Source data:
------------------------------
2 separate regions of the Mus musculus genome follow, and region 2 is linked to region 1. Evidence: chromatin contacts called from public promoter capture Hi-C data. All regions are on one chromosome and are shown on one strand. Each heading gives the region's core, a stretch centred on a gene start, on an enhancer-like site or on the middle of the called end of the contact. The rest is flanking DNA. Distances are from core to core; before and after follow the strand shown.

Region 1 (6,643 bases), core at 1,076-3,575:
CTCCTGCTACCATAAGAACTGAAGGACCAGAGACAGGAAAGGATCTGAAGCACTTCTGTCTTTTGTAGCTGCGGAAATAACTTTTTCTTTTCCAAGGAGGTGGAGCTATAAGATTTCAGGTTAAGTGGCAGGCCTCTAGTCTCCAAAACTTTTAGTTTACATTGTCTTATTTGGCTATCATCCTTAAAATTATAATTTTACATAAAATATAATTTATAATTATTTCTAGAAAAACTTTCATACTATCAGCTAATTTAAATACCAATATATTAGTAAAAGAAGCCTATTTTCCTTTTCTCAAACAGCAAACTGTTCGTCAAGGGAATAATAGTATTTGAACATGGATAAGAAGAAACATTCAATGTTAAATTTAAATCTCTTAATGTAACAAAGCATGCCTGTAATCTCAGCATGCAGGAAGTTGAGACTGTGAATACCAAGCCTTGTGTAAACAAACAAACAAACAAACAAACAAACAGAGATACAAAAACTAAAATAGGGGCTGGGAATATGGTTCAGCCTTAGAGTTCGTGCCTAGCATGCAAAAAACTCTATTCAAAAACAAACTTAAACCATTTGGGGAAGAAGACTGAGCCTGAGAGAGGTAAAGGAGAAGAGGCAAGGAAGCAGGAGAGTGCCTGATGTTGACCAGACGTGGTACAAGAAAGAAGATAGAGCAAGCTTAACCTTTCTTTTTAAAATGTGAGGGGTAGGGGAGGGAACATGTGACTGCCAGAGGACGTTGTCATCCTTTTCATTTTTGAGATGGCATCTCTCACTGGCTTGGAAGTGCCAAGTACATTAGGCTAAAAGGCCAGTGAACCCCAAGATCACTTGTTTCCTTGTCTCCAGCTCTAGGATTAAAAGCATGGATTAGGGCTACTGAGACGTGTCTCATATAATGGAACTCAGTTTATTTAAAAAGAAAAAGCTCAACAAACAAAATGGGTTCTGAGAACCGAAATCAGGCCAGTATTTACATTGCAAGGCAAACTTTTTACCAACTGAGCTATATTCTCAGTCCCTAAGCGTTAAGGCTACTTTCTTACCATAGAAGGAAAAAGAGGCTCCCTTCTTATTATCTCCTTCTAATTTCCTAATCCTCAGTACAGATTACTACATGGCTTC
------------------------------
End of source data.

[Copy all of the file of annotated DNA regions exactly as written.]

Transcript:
2 separate regions of the Mus musculus genome follow, and region 2 is linked to region 1. Evidence: chromatin contacts called from public promoter capture Hi-C data. All regions are on one chromosome and are shown on one strand. Each heading gives the region's core, a stretch centred on a gene start, on an enhancer-like site or on the middle of the called end of the contact. The rest is flanking DNA. Distances are from core to core; before and after follow the strand shown.

Region 1 (6,643 bases), core at 1,076-3,575:
CTCCTGCTACCATAAGAACTGAAGGACCAGAGACAGGAAAGGATCTGAAGCACTTCTGTCTTTTGTAGCTGCGGAAATAACTTTTTCTTTTCCAAGGAGGTGGAGCTATAAGATTTCAGGTTAAGTGGCAGGCCTCTAGTCTCCAAAACTTTTAGTTTACATTGTCTTATTTGGCTATCATCCTTAAAATTATAATTTTACATAAAATATAATTTATAATTATTTCTAGAAAAACTTTCATACTATCAGCTAATTTAAATACCAATATATTAGTAAAAGAAGCCTATTTTCCTTTTCTCAAACAGCAAACTGTTCGTCAAGGGAATAATAGTATTTGAACATGGATAAGAAGAAACATTCAATGTTAAATTTAAATCTCTTAATGTAACAAAGCATGCCTGTAATCTCAGCATGCAGGAAGTTGAGACTGTGAATACCAAGCCTTGTGTAAACAAACAAACAAACAAACAAACAAACAGAGATACAAAAACTAAAATAGGGGCTGGGAATATGGTTCAGCCTTAGAGTTCGTGCCTAGCATGCAAAAAACTCTATTCAAAAACAAACTTAAACCATTTGGGGAAGAAGACTGAGCCTGAGAGAGGTAAAGGAGAAGAGGCAAGGAAGCAGGAGAGTGCCTGATGTTGACCAGACGTGGTACAAGAAAGAAGATAGAGCAAGCTTAACCTTTCTTTTTAAAATGTGAGGGGTAGGGGAGGGAACATGTGACTGCCAGAGGACGTTGTCATCCTTTTCATTTTTGAGATGGCATCTCTCACTGGCTTGGAAGTGCCAAGTACATTAGGCTAAAAGGCCAGTGAACCCCAAGATCACTTGTTTCCTTGTCTCCAGCTCTAGGATTAAAAGCATGGATTAGGGCTACTGAGACGTGTCTCATATAATGGAACTCAGTTTATTTAAAAAGAAAAAGCTCAACAAACAAAATGGGTTCTGAGAACCGAAATCAGGCCAGTATTTACATTGCAAGGCAAACTTTTTACCAACTGAGCTATATTCTCAGTCCCTAAGCGTTAAGGCTACTTTCTTACCATAGAAGGAAAAAGAGGCTCCCTTCTTATTATCTCCTTCTAATTTCCTAATCCTCAGTACAGATTACTACATGGCTTC